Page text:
MUNSTER — Larry Weiss had his hesitations at first when he was asked to hop on a plane at 6:15 a.m. and travel to Washington, D.C. for a day, returning home at roughly 14 hours later.
But after talking with other veterans and watching videos of the men and women returning from the flight, the World War II veteran decided he would give Honor Flight a try.
Weiss, 91, joined more than 100 other veterans Wednesday to participate in Honor Flight Chicago’s 92nd flight. The trip flew three World War II, 19 Korean War and 81 Vietnam War veterans to the nation’s capital to experience the memorials built in their honor.
“All the other heroes that have gone on this trip that I have talked to had a wonderful time,” Weiss said days before the flight took off. “The last time I was there (Washington), I saw the Vietnam memorial, but the others weren’t up yet. The World War II memorial was the last to go up. I look forward to seeing that.”
Weiss, now a resident at Hartsfield Village in Munster, was drafted into the U.S. Army in 1946. After completing basic training at Fort Knox, Weiss joined the 10th Mountain Division, a group that specialized in mountain and winter warfare.
“I did mountain climbing, and by the time the skiing came around, they found out I was a good typist, so they had me do courts and boards after that. I was in charge of legal work,” Weiss said. “I had all the mountain training, but after (World War II) ended if they found out anyone could type, that got you doing that. There was a big demand for that work.”
Weiss said serving in the Army was “the best investment I ever made,” as it helped put him through college, where he earned two degrees. He would later became a successful businessman.
“I would have never been able to do it without being in the service,” Weiss said recently at Hartsfield Village, sitting next to Korean War veteran Joel Nederhood.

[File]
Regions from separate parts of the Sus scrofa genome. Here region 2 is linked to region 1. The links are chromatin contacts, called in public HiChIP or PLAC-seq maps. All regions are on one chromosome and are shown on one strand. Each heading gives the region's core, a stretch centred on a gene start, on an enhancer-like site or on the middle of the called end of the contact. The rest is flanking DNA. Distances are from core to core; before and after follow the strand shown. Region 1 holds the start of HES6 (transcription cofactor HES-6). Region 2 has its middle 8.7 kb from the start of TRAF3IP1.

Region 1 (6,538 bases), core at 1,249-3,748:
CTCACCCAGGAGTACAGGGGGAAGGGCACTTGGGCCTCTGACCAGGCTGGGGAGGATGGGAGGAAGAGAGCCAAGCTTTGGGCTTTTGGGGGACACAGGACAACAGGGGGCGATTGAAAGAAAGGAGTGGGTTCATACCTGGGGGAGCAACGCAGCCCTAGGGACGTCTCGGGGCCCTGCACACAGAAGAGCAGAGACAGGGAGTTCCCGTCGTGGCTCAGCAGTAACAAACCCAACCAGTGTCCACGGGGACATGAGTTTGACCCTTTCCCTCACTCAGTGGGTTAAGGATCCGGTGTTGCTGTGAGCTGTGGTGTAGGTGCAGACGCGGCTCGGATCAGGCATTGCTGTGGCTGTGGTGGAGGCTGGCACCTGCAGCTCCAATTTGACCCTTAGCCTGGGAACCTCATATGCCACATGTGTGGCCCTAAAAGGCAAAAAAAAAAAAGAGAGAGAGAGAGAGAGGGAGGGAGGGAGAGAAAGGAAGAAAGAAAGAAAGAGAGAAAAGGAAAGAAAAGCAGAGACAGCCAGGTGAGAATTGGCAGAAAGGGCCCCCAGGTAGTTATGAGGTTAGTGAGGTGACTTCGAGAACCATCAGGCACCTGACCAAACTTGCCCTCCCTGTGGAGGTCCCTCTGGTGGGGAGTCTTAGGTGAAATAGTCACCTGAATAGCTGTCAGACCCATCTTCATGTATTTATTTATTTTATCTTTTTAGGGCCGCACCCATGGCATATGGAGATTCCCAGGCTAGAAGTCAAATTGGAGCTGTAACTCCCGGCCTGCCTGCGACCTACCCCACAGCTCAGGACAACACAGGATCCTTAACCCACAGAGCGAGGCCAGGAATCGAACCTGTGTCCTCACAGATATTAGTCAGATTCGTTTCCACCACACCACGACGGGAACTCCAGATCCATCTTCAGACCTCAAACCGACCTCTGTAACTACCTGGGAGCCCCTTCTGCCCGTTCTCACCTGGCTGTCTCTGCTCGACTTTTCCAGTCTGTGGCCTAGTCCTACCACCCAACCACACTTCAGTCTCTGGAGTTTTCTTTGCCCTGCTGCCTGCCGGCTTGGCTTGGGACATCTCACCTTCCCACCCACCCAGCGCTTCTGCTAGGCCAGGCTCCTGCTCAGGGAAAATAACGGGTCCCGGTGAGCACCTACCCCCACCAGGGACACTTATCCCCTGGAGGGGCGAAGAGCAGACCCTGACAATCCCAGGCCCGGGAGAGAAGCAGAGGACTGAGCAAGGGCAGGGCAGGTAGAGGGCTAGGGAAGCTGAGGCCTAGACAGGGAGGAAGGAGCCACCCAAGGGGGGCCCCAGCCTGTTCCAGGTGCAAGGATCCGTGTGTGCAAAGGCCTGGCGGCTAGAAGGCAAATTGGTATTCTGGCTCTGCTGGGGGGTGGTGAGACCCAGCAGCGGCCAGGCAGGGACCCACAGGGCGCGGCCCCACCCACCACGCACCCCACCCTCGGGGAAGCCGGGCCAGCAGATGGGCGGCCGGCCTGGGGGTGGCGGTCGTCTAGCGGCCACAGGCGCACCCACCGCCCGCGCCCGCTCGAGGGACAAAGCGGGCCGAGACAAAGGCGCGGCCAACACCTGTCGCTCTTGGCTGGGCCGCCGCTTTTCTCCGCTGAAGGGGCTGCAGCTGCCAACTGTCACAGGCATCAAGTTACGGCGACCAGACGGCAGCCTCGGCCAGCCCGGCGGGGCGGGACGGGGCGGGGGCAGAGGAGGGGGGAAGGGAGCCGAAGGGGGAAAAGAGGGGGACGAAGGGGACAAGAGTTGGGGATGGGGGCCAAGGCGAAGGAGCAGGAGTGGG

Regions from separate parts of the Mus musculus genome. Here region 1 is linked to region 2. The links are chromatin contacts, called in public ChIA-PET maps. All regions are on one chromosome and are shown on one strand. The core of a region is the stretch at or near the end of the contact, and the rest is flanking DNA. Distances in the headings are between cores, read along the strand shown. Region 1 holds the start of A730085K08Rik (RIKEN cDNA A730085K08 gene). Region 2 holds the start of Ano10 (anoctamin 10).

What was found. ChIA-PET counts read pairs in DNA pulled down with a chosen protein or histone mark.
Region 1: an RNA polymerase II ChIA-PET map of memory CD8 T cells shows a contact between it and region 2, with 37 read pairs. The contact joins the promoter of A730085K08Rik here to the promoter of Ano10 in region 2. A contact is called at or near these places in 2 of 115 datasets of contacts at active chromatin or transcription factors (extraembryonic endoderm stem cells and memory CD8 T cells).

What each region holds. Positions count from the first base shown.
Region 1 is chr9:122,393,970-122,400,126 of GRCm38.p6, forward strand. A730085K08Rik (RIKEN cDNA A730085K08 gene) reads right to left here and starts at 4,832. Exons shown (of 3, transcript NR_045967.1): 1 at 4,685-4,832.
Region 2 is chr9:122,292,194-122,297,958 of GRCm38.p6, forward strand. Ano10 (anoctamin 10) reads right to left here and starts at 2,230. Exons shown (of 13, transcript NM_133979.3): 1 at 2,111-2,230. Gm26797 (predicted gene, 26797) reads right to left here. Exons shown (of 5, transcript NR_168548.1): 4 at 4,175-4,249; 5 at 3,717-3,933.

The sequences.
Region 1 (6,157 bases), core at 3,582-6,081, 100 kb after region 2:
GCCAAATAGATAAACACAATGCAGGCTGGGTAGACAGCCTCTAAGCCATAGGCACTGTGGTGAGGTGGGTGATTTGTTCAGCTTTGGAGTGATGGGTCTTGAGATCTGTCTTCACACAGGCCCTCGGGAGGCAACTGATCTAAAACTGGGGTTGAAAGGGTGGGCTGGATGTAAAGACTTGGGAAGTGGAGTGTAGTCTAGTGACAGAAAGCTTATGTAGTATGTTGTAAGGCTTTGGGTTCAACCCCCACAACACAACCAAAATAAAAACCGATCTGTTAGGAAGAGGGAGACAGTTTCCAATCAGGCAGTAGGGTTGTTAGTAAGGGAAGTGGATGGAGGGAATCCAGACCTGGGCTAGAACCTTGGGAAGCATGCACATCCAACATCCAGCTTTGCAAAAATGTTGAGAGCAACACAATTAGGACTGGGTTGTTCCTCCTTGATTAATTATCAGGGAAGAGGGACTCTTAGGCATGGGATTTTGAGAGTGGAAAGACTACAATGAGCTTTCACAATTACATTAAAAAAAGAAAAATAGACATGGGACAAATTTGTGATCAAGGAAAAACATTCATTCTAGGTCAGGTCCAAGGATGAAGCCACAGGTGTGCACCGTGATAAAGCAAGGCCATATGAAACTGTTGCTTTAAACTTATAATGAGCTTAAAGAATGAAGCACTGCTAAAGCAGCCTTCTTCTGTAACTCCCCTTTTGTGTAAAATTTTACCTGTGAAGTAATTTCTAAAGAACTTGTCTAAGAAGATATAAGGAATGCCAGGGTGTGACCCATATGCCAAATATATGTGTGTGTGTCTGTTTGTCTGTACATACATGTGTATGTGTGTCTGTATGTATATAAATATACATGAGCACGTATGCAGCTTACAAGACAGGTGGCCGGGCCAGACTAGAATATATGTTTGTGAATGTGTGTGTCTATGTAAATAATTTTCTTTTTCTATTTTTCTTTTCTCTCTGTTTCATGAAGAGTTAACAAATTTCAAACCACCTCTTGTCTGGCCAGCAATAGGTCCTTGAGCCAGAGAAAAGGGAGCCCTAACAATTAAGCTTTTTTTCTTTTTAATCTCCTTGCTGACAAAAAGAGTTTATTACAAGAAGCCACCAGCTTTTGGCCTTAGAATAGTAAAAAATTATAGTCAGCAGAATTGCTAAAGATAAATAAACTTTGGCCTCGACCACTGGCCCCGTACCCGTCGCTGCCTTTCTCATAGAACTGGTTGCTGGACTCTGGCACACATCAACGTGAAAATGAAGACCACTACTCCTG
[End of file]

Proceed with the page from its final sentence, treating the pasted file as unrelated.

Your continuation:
Nederhood, an 88-year-old veteran, will be participating in Honor Flight in September.
He served in the Army from 1952 to 1954.
After completing basic training in infantry, Nederhood served as a field communications wireman stationed with the 29th Regimental Combat Team (RCT) in Okinawa.
“We were responsible for putting telephone communications through in combat situations. I just thank the Lord that. … I was on a troop ship going over there to the South Pacific and we didn’t end up in Korea itself. If we did, I wouldn’t be here today because they like to get these guys down from the telephone poles,” Nederhood said, while mimicking a wireman being shot down. ‘Pop!’ They were very good targets.”
Nederhood said there were moments he was worried during the war.
“For quite a while, I didn’t know if I was going to make it or not,” he said.
But the veteran doesn’t regret anything he did in the service and, in fact, he said he learned a lot from those experiences that would change the rest of his life.
“The military — the whole matter of command and obedience is special. Once you have experienced it, there’s nothing else like it. You are changed,” Nederhood said. “When you were told to do something, you did it. You had no choice. We did it because we loved our country. We were proud to be in and protect it.”
The two veterans said they are thankful for the opportunity to travel to Washington, which comes at no cost. The Honor Flight organization covers the roughly $1,200 expense for each veteran.
Over the last 10 years, the Chicago chapter has flown and honored more than 8,000 veterans.
“We are here to honor them, give them the ‘thank yous’ that those generations didn’t always get,” Len Sherwinski, Honor Flight coordinator, said in a previous Times report.